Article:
New Delhi: “Shit city, he thunders;
the lion of Bombay thunders,
I shit on you.
You were a group
of seven shitty islands
given in dowry
to the Shit King of Ing
to shit on
– and now it’s all
one big high-rise shit;
waiting for God
to pull the flush”
– The Shit Sermon, Kala Ghoda poems by Arun Kolatkar
Audacious is the first word that comes to mind when reading an Arun Kolatkar poem. He wasn’t the most popular poet in Maharashtra, but much of his fame can be credited to the liberal use of expletives in his work.
Born in 1932, in Kolhapur, Maharashtra, Kolatkar grew up in a home that he described as “a house of cards — the rooms had mud floors which had to be plastered with cow dung every week to keep them in good repair”. He enrolled in the JJ School of Arts in 1949 and finished his diploma in 1957.
A graphic designer by profession, he earned his reputation in the advertising world and it wasn’t until the 1960s that he began to write. Kolatkar, with his ‘two-headed pencil’, was one of the pioneers of modern poetry in India. His work is reflective of other contemporary poets such as Vilas Sarang, Dilip Chitre and Vinda Karandikar. A critique of a post-colonial India, combined with a dark humour, was an unmatched skill he possessed.
On his 15th death anniversary, ThePrint revisits Kolatkar’s starkly riveting poetic landscape.
A private poet
Kolatkar’s work stems purely from observation as he sat for 15 years, every Thursday afternoon at Wayside Inn Cafe in the Kala Ghoda area of Mumbai. A prolific writer in both Marathi and English, he was a recluse and while he wrote many poems, most of them saw the light of day only towards the end of his life. For the longest time, Jejuri was his only publicly available collection.
Jejuri was described by academic Anjali Nerlekar as an “amazing series of poems on the temple town in Maharashtra where the poet rips apart the hypocrisy and cant of the powerful Brahmins with their vice-like hold on the religion and underscores the anachronism of this religion in the modern world”.
It earned him the Commonwealth Poetry Prize in 1976.
He was diagnosed with cancer in the late 1990s, following which he released four more books in the final two years of his life. In 2003, he released Bhijki Vahi and Chirimiri in Marathi — the former won him the Sahitya Akademi Award in 2004. The following year he released Dron, also in Marathi, along with Sarpa Satra and Kala Ghoda Poems in English.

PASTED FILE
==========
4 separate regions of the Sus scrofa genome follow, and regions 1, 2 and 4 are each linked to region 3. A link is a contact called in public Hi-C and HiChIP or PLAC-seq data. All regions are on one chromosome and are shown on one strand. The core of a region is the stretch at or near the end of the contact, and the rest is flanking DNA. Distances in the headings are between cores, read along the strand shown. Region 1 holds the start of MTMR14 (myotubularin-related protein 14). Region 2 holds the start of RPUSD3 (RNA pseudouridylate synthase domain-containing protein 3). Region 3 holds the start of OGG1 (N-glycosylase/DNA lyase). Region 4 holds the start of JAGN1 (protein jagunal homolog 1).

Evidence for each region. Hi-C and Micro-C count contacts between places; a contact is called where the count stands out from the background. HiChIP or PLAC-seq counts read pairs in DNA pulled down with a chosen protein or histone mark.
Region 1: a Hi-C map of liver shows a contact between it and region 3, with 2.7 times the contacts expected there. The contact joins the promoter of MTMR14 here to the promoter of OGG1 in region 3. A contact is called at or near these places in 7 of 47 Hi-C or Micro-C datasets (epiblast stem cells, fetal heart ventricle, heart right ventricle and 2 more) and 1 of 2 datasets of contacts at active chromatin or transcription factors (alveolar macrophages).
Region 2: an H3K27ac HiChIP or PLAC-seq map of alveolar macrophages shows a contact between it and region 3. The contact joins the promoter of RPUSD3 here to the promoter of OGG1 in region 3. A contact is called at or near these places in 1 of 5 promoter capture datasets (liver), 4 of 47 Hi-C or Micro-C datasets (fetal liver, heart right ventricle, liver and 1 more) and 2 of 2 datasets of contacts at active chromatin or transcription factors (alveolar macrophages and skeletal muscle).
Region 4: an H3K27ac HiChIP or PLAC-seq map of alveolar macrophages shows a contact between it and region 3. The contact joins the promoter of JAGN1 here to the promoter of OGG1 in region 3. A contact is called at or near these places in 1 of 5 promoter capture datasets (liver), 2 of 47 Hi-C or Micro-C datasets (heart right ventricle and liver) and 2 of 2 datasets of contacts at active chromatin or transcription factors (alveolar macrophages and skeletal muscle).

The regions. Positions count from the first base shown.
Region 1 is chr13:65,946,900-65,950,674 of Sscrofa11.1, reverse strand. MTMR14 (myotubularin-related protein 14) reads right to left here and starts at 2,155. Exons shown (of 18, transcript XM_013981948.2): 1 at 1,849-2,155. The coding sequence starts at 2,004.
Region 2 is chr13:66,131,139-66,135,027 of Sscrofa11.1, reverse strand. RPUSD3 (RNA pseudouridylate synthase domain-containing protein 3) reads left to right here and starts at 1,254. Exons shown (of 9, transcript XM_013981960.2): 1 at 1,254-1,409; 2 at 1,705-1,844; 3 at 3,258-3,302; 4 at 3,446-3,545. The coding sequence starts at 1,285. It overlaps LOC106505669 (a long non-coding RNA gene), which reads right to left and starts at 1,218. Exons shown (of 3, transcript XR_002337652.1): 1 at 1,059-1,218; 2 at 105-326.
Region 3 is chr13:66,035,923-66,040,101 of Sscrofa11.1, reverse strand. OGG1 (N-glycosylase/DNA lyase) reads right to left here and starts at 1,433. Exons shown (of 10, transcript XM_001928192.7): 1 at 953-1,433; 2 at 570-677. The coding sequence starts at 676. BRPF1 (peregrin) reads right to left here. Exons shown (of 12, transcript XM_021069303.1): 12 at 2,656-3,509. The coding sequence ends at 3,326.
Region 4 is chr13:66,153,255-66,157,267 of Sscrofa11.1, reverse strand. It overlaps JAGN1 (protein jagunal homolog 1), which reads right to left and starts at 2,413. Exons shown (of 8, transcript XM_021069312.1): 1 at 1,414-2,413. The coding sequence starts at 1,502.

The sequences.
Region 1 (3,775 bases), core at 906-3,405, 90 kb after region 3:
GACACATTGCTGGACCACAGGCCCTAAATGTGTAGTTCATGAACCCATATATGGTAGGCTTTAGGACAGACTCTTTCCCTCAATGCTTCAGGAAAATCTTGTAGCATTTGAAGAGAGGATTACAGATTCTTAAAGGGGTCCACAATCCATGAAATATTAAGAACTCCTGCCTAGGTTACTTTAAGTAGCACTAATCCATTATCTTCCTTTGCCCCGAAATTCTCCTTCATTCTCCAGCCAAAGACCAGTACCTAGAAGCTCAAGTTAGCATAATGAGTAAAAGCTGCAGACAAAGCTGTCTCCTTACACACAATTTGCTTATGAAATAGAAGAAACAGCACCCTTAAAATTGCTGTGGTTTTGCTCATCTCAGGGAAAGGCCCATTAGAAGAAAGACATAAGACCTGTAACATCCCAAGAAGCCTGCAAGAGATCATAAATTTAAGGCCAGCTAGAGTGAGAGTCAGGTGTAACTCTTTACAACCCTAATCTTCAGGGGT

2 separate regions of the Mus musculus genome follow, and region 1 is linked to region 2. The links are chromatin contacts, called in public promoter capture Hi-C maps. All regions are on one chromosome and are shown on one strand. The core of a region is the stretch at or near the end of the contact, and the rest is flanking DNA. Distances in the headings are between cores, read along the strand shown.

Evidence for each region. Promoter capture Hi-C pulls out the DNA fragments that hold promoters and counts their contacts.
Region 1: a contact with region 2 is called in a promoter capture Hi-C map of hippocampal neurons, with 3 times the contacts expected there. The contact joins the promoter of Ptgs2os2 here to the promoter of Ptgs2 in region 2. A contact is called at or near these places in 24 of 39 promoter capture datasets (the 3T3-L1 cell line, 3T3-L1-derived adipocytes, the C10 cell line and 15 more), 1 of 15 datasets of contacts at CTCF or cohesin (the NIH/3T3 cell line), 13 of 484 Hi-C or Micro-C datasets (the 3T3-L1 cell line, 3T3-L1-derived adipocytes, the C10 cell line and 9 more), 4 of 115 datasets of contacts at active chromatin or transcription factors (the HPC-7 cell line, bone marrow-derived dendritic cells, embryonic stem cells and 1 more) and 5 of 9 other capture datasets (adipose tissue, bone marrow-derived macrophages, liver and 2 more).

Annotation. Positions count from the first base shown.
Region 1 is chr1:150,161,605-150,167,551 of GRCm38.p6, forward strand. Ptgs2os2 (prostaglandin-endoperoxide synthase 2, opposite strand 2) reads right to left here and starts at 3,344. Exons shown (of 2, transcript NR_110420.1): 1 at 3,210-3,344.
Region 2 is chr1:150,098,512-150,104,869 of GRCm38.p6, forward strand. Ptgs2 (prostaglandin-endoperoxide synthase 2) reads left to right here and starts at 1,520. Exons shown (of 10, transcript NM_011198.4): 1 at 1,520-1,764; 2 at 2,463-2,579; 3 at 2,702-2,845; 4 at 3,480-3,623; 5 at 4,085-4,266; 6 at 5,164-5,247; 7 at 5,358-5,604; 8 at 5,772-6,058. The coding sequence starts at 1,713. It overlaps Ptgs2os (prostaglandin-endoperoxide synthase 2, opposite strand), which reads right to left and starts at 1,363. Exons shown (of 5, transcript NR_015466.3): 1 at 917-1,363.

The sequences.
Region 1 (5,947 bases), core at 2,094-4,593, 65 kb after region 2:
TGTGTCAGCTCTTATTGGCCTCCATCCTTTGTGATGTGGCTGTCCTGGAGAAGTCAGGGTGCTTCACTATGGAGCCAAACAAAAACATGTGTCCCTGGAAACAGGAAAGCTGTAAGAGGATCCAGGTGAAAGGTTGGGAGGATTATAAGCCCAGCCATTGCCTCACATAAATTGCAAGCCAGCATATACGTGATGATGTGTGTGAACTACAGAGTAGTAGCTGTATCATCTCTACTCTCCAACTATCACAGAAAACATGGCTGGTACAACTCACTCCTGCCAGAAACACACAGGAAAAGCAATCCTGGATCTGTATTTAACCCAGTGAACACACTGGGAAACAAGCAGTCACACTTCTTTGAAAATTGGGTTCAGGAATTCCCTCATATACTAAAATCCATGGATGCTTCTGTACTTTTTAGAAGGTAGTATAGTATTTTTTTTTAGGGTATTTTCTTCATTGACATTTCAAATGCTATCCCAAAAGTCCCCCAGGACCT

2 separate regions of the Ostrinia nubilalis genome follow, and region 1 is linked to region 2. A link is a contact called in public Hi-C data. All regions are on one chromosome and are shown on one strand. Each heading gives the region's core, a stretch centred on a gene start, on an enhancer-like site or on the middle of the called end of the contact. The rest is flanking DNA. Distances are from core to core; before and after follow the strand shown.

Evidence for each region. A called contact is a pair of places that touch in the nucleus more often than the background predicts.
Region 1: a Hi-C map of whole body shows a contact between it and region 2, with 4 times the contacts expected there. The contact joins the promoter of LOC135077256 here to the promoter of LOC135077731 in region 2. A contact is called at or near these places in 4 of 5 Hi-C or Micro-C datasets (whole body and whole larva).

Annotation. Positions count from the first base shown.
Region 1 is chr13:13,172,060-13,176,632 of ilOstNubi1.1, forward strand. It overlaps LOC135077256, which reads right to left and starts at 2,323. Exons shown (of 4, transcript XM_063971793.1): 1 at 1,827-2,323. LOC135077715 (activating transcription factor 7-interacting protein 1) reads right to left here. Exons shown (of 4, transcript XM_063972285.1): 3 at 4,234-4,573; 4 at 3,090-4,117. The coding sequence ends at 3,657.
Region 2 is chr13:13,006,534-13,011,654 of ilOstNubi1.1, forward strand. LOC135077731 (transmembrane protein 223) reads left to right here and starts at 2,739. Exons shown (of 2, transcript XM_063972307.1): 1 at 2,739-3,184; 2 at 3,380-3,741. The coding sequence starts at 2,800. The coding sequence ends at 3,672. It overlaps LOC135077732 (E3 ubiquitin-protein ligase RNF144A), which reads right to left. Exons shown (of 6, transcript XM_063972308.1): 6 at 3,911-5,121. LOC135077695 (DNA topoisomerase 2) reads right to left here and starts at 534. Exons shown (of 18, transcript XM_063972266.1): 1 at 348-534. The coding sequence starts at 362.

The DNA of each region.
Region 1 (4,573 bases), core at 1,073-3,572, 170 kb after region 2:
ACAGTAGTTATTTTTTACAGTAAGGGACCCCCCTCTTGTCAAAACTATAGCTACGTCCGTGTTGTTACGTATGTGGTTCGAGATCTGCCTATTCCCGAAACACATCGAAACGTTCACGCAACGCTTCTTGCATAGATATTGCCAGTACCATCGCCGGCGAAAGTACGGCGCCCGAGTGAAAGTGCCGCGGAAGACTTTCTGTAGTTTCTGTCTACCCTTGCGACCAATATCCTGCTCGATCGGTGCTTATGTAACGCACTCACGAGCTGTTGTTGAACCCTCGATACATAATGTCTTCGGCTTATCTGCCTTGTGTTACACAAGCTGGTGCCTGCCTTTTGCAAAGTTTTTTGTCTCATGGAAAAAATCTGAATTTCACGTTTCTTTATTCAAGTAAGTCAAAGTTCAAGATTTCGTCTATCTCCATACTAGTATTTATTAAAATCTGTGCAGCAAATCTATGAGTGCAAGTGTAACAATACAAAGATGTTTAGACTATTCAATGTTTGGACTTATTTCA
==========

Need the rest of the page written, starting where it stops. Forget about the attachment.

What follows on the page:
Kala Ghoda Poems – Kolatkar on post colonial India
With the release of Kala Ghoda Poems, Kolatkar moved to the larger issue of how an ‘independent’ India continues to be a place where those who are unable to fit into the idea of a “modern, consumerist, progressive nation” are actively ignored. The anthology is a commentary on the urban life in the city, where he essentially attempts to bring the marginalised into the limelight.
He created the cover for the collection as well. A statement in itself, it is predominantly monochrome with carefully placed yellow flowers that “reinterpret the ordinary, even dreary scene, investing it with a dash of glamour one does not associate with the rest of the scene, much like the subject of the poems in this book”.
The choice of the title is telling of its genre. Named after one of the most popular areas in South Bombay, Kala Ghoda literally translates to the black horse. The area got its name from the statue of King Edward VII (the then Prince of Wales) which was made from black stone.
Gifted by Sir Alfred Sassoon, the monument commemorated the arrival of King Edward VII in India. Symbolising imperial power, its presence in colonial times made sense. However, by 1960 an independent India felt mocked by it in the country’s soon-to-be financial capital. It was, therefore, moved to the Byculla zoo. But a similar statue was placed in Kala Ghoda in 2017.
The Barefoot Queen of the Crossroads, which features in this collection, stands out.
She has dominion
over two traffic islands
and three pavements.
– The Barefoot Queen of the Crossroads, Kala Ghoda Poems by Arun Kolatkar
Kolatkar describes a woman who lives on the streets of Mumbai. Calling her “dark as bitter chocolate”, he narrates his observations as she dries her hair, dressed in a petticoat.
She has washed her hair, this morning
and she’s standing with her back to the sun, to dry it
and the huge damp patch, on her
clean white but slightly rumpled petticoat,
which is what she’s wearing at the moment, apart from a
yellow choli above
and silver anklets below
playing hide and seek in the scalloped shadow of her
petticoat, She has yet to wear her sari.
–The Barefoot Queen of the Crossroads, Kala Ghoda Poems by Arun Kolatkar
The entire poem is an act of voyeurism, Kolatkar brings our attention to something as personal as drying hair, which takes place in as public a place as the streets. The details are so minute, the reader forgets the bigger picture and the shameless invasion of privacy that is being performed.
He is considered a successor to the great 17th century Marathi poet Tukaram, but his poetry is very much a product of his times. Kolatkar’s work reflects the soul of the city and will continue to do it as well as it does till another reclusive, irreverent, audacious poet decides to write.